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The main story covers a time period of approximately twenty-four hours. In a prologue, Clive Owen as "Dalton Russell," appears in close-up, directly addressing the camera before a black background. As he explains that a cell is not necessarily a prison, he is briefly shown reading and exercising within a cramped cell-like area, and as he admits to executing a "perfect" bank robbery, the black background changes to reveal a cement block wall moving toward him from behind. Stating that he never repeats himself and warning to listen carefully to his words, Russell raises the question of how he accomplished the robbery by paraphrasing William Shakespeare: "And therein, as the Bard would tell us, lies the rub."
The opening credits then commence over images of Brooklyn and Manhattan. The first image is of a van parked beside the famous Cyclone roller coaster at Coney Island amusement park in Brooklyn, which the Los Angeles Times review suggested is a clue to the "wild ride" the filmmakers had in store for the audience. Other shots of street scenes and highways appear through the windows of the moving van, as the driver heads toward the bank, picking up members of the gang along the way.
Throughout the film there are brief flashbacks, flash forwards and fantasy sequences that interrupt the main storyline and disorient the audience, stylistically emulating the disorientation that the hostages and police feel during the robbery. For example, the bank robbery is frequently intercut with short scenes of the hostages in post-crisis interrogations with Denzel Washington as "Detective Keith Frazier" and Chiwetel Ejiofor as "Detective Bill Mitchell." At one point, as "Captain John Darius" (Willem Dafoe) and his men are discussing ways to storm the bank building, several of the ideas the men suggest are dramatized as brief fantasy sequences. One of these shows Russell being shot to death inside the vault in a flurry of bullets that scatters stacks of currency. Throughout the film misleading clues are presented to the audience, such as recurring shots of the robbers digging a hole, presumably for an escape or hiding place, but which is later revealed to be a temporary latrine for Russell's use while in hiding.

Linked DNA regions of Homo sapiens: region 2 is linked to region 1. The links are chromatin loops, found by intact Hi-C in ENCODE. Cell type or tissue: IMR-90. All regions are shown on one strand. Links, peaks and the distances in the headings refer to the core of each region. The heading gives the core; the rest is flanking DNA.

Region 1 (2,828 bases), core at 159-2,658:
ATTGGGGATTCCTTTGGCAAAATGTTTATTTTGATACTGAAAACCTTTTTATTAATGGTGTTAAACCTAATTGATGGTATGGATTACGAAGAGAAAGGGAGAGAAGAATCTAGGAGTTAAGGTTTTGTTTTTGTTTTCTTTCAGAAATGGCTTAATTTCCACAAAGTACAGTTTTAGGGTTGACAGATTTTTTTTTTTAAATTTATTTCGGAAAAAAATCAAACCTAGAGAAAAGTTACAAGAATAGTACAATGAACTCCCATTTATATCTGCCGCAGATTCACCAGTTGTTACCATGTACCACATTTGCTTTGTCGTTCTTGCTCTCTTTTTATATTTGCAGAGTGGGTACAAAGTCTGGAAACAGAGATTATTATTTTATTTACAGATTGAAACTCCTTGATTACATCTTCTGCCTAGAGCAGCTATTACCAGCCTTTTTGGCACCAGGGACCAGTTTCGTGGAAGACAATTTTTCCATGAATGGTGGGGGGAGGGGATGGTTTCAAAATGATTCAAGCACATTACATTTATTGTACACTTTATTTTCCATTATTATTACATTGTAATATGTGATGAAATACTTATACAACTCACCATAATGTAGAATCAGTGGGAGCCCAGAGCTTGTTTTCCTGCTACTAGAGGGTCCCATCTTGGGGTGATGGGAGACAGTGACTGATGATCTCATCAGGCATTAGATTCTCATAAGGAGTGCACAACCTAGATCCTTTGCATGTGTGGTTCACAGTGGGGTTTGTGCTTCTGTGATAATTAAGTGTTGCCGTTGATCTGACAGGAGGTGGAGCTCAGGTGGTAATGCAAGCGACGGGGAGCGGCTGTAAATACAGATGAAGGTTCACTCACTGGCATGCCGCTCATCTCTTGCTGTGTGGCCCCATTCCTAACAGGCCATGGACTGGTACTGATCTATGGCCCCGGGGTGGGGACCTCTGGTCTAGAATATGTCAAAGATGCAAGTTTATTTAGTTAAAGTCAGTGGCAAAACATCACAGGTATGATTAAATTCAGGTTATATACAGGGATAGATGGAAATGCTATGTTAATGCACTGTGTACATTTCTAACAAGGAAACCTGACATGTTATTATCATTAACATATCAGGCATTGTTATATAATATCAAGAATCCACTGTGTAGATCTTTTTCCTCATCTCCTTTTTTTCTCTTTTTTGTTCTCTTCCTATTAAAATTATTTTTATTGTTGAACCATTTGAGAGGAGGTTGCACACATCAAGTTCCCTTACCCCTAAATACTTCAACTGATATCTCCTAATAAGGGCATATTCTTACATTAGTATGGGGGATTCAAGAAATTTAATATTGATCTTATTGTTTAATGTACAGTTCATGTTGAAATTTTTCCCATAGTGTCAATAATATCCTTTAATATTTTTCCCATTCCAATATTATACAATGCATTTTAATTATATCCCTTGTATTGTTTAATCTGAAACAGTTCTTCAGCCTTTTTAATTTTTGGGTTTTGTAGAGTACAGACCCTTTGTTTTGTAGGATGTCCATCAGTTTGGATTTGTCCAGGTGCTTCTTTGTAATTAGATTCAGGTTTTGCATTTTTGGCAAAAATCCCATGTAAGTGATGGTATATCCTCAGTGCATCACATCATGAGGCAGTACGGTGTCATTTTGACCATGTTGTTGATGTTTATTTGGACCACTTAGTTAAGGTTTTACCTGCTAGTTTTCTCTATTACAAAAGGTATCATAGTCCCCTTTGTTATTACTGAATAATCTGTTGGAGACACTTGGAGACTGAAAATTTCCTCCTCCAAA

Late in the film, Russell again speaks to the camera from the cell-like room, repeating much of his dialogue from the first scene. In a reversal of the prologue, as he speaks, the cement wall moves back and reverts to the black background. Through a brief montage narrated by Russell, the audience learns that his accomplices built the cell for him behind a false wall in the storage room. Russell's voice continues as he admits that his motivation was money, but that "respect is the ultimate currency." At various times in the film, to indicate turmoil in a character, Lee affects a variant of the camera trick used as Russell speaks in the cell. Using Frazier and, at another point, "Arthur Case" (Christopher Plummer), as the subjects, Lee maintains a steady, close-up image of the actor, while the background moves rapidly behind him. As described by the March 2006 Entertainment Weekly review, the technique, which has become known as Lee's signature shot, makes the actor appear "to float while the world zooms behind him."
End credits begin with a shot of a clapper board marking the commencement of a scene by Washington. A brief montage of the individual actors is then presented, with their names superimposed, followed by the complete cast of characters and production crew. A list of acknowledgments and "special thanks" follows. The last few frames contain the logo of Lee's company, 40 Acres and a Mule Filmworks, which includes the phrases "Ya dig," "Sho nuff" and "By any means necessary."